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This article is part of the supplement: Eighteenth Annual Computational Neuroscience Meeting: CNS*2009

Open Access Poster presentation

Directed information structure in inter-regional cortical interactions in a visuomotor tracking task

Joseph T Lizier14*, John-Dylan Haynes23, Jakob Heinzle2 and Mikhail Prokopenko1

Author Affiliations

1 School of Information Technologies, The University of Sydney, NSW 2006, Australia

2 Bernstein Center for Computational Neuroscience, Charité-Universitätsmedizin Berlin, Philippstrasse 13, Haus 6, 10115 Berlin, Germany

3 Max Planck Institute for Human Cognitive and Brain Sciences, Stephanstrasse 1A, 04103 Leipzig, Germany

4 School of Computer Science and Engineering, The University of New South Wales, NSW 2052, Australia

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BMC Neuroscience 2009, 10(Suppl 1):P117  doi:10.1186/1471-2202-10-S1-P117

The electronic version of this article is the complete one and can be found online at:

Published:13 July 2009

© 2009 Lizier et al; licensee BioMed Central Ltd.

Poster presentation

Distributed computation in the brain is a complex process, involving interactions between many regions in order to achieve a particular task. We present an analysis of functional Magnetic Resonance Imaging (fMRI) measurements of brain activity in 16 localized regions recorded while eight subjects (who gave informed written consent) control a mouse with their right hand to track a moving target on a computer screen. We examine the underlying interaction structure between region pairs and the changes in that structure as a function of the difficulty of the tracking task. Our approach is distinguished in using asymmetric, multivariate, information-theoretical analysis, which captures not only non-linear relationships, but also collective interactions arising from groups of up to seven voxels in each region, and the direction of these relationships.

The statistical significance of the average transfer entropy [1,2] (a directed measure of information transfer) yields a distinct 3-tier directed interaction structure that underlies all task difficulties (see Figure 1). Importantly, this structure connects movement planning to visual and motor control regions. Random-effects statistical parametric maps (SPM) analysis is then used to determine which pairs of regions have a) more in common (using the mutual information), or b) a more pronounced directional relationship (using the transfer entropy) as the task difficulty increases. Most significantly (see Figure 2), we identify an increased coupling between regions involved in movement planning (left SMA and left PMd) and execution (right cerebellum for right hand and right SC for eye movements) with task difficulty. It is likely these methods and extensions to them can be used to identify inter-regional structural changes due to other tasks and coherent information transfer structures in the cortex [3].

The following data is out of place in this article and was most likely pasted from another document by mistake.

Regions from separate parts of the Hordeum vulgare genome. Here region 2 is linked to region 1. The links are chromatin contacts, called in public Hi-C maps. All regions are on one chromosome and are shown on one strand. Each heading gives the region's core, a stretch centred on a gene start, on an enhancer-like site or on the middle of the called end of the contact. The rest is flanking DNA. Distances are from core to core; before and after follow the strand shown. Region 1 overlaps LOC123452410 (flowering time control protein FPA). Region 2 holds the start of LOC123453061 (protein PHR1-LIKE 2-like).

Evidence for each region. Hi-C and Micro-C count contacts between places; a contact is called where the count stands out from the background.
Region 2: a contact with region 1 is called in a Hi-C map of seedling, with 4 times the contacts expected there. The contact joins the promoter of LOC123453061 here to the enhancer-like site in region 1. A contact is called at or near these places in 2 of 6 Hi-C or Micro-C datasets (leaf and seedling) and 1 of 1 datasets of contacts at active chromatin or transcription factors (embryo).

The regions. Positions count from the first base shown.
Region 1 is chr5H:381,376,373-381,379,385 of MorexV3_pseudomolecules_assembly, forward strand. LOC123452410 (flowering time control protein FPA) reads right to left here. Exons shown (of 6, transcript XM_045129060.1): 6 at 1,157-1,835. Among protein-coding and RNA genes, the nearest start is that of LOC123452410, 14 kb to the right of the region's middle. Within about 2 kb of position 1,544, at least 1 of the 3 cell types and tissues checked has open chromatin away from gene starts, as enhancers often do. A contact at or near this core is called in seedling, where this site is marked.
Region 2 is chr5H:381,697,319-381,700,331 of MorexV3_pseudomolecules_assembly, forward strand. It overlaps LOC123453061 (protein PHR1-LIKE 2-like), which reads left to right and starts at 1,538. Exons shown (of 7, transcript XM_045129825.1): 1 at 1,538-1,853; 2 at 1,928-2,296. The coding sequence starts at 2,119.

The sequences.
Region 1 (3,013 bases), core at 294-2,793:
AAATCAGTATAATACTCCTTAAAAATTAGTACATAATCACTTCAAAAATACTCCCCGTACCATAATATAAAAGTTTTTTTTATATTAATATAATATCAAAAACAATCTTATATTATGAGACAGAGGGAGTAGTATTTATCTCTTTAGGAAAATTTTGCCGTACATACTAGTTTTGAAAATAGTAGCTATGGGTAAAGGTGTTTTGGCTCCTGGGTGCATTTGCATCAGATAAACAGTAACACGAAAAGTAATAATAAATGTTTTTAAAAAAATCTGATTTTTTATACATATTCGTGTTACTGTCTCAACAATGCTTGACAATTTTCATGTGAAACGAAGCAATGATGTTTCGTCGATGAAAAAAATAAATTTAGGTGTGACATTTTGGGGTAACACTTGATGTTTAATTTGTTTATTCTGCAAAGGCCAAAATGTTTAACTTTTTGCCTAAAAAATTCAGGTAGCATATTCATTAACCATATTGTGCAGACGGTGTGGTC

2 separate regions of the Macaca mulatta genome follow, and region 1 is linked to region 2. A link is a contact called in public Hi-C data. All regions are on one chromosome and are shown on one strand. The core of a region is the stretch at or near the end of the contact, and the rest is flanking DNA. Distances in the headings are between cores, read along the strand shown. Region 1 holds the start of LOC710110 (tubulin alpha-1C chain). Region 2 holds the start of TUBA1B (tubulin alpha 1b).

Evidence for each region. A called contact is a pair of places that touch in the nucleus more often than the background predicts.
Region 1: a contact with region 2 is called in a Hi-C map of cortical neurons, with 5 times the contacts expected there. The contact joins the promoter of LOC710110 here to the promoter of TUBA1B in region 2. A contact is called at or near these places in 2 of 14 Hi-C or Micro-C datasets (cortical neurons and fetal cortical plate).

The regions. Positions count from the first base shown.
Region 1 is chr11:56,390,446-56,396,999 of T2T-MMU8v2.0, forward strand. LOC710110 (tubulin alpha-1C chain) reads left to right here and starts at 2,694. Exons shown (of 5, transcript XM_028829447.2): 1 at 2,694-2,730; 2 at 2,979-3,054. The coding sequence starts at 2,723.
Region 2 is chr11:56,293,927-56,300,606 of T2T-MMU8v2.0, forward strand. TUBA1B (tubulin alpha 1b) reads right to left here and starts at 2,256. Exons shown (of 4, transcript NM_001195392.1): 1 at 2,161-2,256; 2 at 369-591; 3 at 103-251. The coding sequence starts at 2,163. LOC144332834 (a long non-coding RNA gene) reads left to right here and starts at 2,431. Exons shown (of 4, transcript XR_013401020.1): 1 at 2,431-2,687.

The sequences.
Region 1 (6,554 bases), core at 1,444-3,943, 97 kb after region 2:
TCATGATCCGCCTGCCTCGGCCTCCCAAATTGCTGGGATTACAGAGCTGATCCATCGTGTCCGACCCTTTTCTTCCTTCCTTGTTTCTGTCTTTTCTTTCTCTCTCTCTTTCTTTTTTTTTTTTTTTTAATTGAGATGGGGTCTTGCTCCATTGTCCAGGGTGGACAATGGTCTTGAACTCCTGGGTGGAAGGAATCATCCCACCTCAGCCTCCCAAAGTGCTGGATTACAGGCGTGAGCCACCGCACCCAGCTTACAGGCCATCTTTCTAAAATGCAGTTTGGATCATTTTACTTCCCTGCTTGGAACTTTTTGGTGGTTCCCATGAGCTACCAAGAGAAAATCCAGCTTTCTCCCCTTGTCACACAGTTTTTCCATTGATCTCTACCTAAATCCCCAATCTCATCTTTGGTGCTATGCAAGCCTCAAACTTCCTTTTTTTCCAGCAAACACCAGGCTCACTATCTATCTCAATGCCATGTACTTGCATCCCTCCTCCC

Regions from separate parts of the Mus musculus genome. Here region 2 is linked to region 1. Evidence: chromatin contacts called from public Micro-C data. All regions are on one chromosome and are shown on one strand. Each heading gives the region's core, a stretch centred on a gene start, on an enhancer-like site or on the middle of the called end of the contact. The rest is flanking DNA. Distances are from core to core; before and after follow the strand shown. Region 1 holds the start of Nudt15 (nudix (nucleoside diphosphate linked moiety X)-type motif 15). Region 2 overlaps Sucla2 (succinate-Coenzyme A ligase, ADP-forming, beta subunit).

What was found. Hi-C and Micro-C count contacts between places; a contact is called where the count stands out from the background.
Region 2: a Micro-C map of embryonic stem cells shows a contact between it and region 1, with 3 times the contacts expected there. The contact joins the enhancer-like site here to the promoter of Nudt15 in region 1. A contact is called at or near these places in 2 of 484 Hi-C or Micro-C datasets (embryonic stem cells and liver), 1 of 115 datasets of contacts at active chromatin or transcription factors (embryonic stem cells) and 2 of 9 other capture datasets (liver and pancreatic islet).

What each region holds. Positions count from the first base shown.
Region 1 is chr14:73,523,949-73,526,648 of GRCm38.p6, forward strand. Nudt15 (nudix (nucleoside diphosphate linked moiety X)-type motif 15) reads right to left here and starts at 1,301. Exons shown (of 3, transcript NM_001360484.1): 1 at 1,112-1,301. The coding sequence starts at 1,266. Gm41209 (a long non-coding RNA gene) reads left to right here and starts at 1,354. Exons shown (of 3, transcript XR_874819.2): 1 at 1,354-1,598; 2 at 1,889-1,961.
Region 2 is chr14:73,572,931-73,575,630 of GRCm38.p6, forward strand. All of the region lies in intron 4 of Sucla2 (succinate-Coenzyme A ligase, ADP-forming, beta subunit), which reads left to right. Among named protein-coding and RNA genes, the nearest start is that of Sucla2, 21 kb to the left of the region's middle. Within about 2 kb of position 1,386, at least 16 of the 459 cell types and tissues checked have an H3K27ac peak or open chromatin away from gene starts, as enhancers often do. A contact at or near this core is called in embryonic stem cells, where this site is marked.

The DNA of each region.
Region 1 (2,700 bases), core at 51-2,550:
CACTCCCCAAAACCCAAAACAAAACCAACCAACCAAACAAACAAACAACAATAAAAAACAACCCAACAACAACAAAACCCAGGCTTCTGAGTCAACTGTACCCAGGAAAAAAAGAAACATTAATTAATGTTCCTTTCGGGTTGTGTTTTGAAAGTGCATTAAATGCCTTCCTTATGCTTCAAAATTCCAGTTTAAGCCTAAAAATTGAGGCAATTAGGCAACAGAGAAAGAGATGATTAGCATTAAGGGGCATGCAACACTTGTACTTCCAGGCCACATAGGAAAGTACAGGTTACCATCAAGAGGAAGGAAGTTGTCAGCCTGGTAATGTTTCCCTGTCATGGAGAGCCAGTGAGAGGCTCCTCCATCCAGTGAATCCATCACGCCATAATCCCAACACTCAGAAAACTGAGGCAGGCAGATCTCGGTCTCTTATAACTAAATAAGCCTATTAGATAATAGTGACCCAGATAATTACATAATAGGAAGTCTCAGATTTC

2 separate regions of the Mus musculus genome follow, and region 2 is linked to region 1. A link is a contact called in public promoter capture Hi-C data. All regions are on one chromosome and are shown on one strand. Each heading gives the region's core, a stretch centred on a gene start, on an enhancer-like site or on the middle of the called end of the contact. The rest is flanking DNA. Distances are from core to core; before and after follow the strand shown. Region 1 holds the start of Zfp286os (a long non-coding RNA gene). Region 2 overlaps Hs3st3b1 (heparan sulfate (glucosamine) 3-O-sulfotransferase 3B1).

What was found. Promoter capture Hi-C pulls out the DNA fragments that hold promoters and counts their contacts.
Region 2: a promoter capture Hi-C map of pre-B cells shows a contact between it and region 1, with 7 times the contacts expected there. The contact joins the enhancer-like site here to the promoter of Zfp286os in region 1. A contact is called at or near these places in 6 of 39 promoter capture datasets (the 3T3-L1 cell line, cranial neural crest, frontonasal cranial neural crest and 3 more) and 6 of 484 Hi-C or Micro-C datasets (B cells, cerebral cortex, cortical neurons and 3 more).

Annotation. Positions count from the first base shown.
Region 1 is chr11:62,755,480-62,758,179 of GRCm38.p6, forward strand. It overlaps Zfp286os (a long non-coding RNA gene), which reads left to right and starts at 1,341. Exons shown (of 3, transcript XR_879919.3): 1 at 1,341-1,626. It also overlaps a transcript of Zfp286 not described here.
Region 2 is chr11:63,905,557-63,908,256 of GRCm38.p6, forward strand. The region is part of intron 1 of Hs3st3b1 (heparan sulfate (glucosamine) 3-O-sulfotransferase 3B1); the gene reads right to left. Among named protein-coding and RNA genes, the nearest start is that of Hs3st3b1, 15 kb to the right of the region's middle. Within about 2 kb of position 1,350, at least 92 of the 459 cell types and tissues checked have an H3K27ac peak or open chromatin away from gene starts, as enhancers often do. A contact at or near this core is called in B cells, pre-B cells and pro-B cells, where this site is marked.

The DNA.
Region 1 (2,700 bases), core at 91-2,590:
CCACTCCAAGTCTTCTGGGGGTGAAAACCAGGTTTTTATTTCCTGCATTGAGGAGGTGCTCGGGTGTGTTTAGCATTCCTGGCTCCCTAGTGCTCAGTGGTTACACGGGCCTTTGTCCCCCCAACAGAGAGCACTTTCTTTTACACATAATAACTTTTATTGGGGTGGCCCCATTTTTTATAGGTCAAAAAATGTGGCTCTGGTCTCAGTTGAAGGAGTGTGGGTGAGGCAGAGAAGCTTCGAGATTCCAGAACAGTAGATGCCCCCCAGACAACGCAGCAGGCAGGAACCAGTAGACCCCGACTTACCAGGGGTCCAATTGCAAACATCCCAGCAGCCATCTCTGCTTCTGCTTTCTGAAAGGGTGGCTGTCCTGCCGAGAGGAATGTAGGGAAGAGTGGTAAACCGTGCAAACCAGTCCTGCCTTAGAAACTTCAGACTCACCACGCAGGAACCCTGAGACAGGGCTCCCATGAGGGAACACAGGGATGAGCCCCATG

thumbnailFigure 1. Directed relationships between selected regions.

thumbnailFigure 2. The changes in the relationships (dashed green line = more in common, directed red line = a less directional relationship) as task difficulty increases.


JL thanks CSIRO and the Australian Research Council Complex Open Systems Research Network (COSNet) for their partial support of this work.


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